How popular is the baby name Lot in the United States right now? How popular was it historically? Find out using the graph below! Plus, see baby names similar to Lot and check out all the blog posts that mention the name Lot.

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Popularity of the Baby Name Lot

Number of Babies Named Lot

Born in the U.S. Since 1880

Posts that Mention the Name Lot

Names from Central Burying Ground in Boston

Boston’s Central Burying Ground was established in 1756, so it’s newer than the other Boston cemeteries I’ve blogged about (King’s Chapel, Granary, and Copp’s Hill). Nevertheless, it still contains some pretty interesting names:

  • A: Aderline, Alford, Alona, Alpheus, Alsendorf, Annjulett, Antice, Anstice, Arodi, Artemis, Asadel
  • B: Barstow, Barzillia, Belcher, Benaset
  • C: Calista, Christeena, Clarena, Clarentine, Cumming
  • D: Dolley
  • E: Ede, Elbridge, Elhanah, Eliakim, Emely
  • F: Fletcher, Freelove
  • G: Giles, Gilman, Gustavus
  • H: Hannahretta, Hawkes, Hepzibah, Hermione, Hezekiah, Hitty
  • I: Ichabod, Ignatius, Iphigenia
  • J: Jaazaniah, Jennet
  • K: Keziah
  • L: Lendall, Llewlwyn, Loms, Lot, Lyman
  • M: Manasseh, Mansfred, Marayanna, Marston, Mayday, Mehitable, Micajah, Milla, Mindwell, Minerva
  • N: Nabby, Nahum
  • O: Orvilla
  • P: Pamelia, Percival, Phebee, Philander, Pliny
  • R: Rodolth, Rosalinda, Rosamund, Ruhamah
  • S: Sally, Salome, Seiba, Shubael, Shubel, Sibley, Silence, Silvanus, Sophronia, Sukey, Sylvanus
  • T: Tamer, Ternon, Theophilus, Tristam, Tryphena
  • V: Vivia
  • W: Waverly, Wentworth, Worham, Winthrop
  • Z: Zabiah, Zebiah, Zeal, Zephaniah, Zilpah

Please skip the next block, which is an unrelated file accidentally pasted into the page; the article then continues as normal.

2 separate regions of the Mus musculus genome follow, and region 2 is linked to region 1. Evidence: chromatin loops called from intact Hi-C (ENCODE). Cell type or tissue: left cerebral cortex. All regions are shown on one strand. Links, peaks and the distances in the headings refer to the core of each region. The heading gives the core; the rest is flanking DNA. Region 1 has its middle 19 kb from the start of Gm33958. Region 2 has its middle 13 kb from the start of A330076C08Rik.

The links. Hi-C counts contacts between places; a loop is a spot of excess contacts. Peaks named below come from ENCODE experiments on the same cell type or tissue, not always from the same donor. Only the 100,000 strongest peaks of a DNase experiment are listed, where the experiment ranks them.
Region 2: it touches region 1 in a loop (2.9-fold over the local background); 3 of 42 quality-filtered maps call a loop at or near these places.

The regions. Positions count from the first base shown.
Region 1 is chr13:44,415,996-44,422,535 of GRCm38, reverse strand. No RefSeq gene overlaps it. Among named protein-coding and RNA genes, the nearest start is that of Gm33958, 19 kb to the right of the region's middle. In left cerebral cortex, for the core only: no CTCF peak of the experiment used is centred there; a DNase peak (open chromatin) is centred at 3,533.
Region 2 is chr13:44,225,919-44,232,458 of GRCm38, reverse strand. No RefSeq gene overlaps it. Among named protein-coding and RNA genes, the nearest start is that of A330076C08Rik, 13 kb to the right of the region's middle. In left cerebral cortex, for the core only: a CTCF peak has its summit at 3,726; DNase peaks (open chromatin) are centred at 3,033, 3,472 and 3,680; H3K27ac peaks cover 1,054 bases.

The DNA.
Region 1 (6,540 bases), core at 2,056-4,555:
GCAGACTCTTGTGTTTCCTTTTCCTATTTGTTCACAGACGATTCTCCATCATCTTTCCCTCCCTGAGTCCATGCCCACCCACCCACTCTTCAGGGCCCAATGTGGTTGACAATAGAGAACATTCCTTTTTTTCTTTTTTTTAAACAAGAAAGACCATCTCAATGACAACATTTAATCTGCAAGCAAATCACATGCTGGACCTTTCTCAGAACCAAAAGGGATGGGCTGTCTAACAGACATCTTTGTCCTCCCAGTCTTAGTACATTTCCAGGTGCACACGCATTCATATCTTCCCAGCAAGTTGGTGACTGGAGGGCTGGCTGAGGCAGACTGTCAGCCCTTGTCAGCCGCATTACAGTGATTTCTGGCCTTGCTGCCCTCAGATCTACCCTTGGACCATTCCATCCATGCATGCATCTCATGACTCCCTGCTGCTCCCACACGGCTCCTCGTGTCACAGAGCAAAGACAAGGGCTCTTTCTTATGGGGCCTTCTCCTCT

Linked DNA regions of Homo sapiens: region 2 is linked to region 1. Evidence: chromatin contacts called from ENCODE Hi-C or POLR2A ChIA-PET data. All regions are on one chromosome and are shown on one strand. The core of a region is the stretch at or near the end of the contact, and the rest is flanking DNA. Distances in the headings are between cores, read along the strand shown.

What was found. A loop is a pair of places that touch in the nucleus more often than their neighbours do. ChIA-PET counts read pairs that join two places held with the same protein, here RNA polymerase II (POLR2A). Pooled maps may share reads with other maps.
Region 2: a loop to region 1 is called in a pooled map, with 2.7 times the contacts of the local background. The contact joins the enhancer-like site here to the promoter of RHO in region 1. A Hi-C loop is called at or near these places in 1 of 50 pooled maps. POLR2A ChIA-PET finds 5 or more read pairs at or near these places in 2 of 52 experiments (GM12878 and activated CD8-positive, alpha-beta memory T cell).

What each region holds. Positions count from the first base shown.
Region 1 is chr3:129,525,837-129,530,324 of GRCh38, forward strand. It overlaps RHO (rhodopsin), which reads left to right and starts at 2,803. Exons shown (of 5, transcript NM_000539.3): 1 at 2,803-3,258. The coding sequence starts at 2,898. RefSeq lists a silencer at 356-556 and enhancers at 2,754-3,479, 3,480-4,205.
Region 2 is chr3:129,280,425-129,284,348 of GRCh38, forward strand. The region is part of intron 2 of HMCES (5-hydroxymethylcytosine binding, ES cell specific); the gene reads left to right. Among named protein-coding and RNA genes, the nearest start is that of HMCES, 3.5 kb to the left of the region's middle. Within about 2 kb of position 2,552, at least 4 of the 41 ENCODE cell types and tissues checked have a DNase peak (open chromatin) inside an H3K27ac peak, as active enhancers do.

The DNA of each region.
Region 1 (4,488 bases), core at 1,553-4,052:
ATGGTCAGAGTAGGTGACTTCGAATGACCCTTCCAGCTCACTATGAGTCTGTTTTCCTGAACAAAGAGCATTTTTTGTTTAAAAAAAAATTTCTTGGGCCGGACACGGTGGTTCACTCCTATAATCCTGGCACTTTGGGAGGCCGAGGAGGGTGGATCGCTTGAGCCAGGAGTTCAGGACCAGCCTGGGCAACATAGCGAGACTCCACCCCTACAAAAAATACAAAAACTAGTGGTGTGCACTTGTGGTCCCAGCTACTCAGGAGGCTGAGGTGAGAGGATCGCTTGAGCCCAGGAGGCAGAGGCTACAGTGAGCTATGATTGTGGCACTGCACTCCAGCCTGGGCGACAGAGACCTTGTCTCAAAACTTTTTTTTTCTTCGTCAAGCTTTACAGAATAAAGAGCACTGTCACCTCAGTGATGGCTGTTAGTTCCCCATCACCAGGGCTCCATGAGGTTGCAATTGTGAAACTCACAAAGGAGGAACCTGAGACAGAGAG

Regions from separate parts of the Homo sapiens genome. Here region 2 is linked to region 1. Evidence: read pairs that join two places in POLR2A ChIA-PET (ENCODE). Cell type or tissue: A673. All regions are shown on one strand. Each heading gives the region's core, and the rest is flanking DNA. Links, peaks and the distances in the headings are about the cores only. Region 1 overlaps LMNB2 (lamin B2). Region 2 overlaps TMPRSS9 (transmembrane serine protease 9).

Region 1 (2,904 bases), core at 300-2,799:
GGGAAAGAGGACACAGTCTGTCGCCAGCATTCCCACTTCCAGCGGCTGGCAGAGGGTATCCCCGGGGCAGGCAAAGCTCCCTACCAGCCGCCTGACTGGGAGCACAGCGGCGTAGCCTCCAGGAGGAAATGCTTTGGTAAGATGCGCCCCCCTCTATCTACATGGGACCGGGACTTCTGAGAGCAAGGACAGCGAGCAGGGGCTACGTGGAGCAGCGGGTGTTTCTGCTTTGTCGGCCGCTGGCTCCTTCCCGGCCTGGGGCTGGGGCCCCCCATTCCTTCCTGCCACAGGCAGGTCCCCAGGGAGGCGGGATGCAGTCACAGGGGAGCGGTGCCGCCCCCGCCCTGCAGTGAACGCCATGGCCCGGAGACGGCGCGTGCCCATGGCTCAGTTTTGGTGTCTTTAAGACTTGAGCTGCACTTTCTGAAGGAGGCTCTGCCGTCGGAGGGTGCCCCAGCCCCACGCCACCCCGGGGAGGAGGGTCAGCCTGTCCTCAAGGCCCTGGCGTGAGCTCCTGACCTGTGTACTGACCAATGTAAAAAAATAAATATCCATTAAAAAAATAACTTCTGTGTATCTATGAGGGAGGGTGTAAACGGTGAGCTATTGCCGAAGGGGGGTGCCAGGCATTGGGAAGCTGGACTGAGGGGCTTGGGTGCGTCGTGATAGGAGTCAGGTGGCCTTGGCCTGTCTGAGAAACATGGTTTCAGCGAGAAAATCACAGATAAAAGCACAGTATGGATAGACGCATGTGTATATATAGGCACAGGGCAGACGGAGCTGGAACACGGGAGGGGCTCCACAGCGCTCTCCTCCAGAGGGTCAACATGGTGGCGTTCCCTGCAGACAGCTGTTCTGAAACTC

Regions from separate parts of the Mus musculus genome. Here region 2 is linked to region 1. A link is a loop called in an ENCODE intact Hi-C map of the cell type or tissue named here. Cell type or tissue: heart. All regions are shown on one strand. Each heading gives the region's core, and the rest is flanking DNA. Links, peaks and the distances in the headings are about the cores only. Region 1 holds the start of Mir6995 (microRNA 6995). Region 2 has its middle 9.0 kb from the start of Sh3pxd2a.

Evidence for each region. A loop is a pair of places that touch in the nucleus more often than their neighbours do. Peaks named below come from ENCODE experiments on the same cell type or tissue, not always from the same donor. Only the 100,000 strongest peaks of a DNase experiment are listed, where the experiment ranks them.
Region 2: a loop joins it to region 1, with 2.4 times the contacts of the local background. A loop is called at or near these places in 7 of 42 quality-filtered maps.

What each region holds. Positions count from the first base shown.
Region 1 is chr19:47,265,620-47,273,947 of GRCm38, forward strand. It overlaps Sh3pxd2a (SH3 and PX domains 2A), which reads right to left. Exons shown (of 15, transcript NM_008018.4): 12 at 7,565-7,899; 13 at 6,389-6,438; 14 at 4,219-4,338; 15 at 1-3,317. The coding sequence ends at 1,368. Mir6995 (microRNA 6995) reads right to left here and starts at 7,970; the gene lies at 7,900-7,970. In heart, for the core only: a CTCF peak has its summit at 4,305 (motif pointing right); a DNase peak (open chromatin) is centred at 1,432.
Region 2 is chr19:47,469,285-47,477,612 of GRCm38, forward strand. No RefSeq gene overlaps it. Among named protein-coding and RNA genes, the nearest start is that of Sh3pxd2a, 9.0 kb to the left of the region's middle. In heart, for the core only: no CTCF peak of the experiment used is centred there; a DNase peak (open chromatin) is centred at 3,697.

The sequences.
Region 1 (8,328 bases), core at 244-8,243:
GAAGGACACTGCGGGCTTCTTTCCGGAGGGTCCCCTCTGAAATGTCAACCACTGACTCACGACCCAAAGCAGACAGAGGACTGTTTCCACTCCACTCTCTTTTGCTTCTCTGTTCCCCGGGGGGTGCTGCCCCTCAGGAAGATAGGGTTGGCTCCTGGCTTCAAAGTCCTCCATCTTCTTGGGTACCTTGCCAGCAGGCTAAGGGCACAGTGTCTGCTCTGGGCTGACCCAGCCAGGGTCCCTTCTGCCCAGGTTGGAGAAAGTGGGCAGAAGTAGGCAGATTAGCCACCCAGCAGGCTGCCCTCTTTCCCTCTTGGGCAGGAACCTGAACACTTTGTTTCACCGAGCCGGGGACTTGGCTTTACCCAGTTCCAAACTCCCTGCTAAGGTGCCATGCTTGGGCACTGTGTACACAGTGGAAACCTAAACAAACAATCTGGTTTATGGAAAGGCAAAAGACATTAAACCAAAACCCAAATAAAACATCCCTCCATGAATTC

I bet Vivia would appeal to modern parents looking for an alternative to Olivia and/or Vivian.

Which of the above do you like best? How about least?

Source: Gravestone Inscriptions and Records of Tomb Burials in the Central Burying Ground (1917) by Ogden Codman


The Baby Name Moab

arches national park
Fins in Arches National Park, October 2014.

Husband and I passed a string of signs for Moab (the city in Utah) while driving to Arches National Park last week. Husband eventually asked, “Where does the word Moab come from? Is it Native American?”

It was a good guess — we’ve certainly spotted Native American place names (Kaibito, Kanab, Paragonah, Parowan, etc.) on road trips through the Southwest before — but Moab is actually biblical. I couldn’t recall at the time if it referred to a person or a place, but I told him that the ab probably meant “father” as it does in Hebrew names like Abigail and Abraham.

Now that I’m back at my computer and can access the magical Internet, I see that Moab was the name of a person in the Old Testament — a guy who was both the son and the grandson of Lot, via incest (lovely) — and that Moab’s descendants were the Moabites, who inhabited a region also known as Moab. The etymology of the name isn’t known, but theoretical definitions include “from the father,” “seed of father,” “who’s your father,” and (a non-father possibility) “the desirable [land].”

The Utah settlement was dubbed “Moab” sometime during the 1800s, but many early residents were not fans of the name and at least two attempts were made to change it: the first in 1885 (to Uvadalia), the second in 1890 (to Vina). Both attempts failed.

So has Moab ever been used as a personal name in modern times?

Sure has. Though it’s never appeared on any of the SSA’s baby name lists, I’ve found hundreds of people in the U.S. with the name, several born as recently as the 1990s. According to the records I’ve seen, the name was used most often as a boy name, and it was most popular during the 1800s. Unlike Sedona, though, Moab doesn’t have a strong in-state following; most Moabs were born in the Southeast/Bible Belt area.

What do you think of the name Moab? Usable generally, usable for religious folks only, too bizarre to be usable at all…?

Source: Moab, UT – Official Website – The Name Moab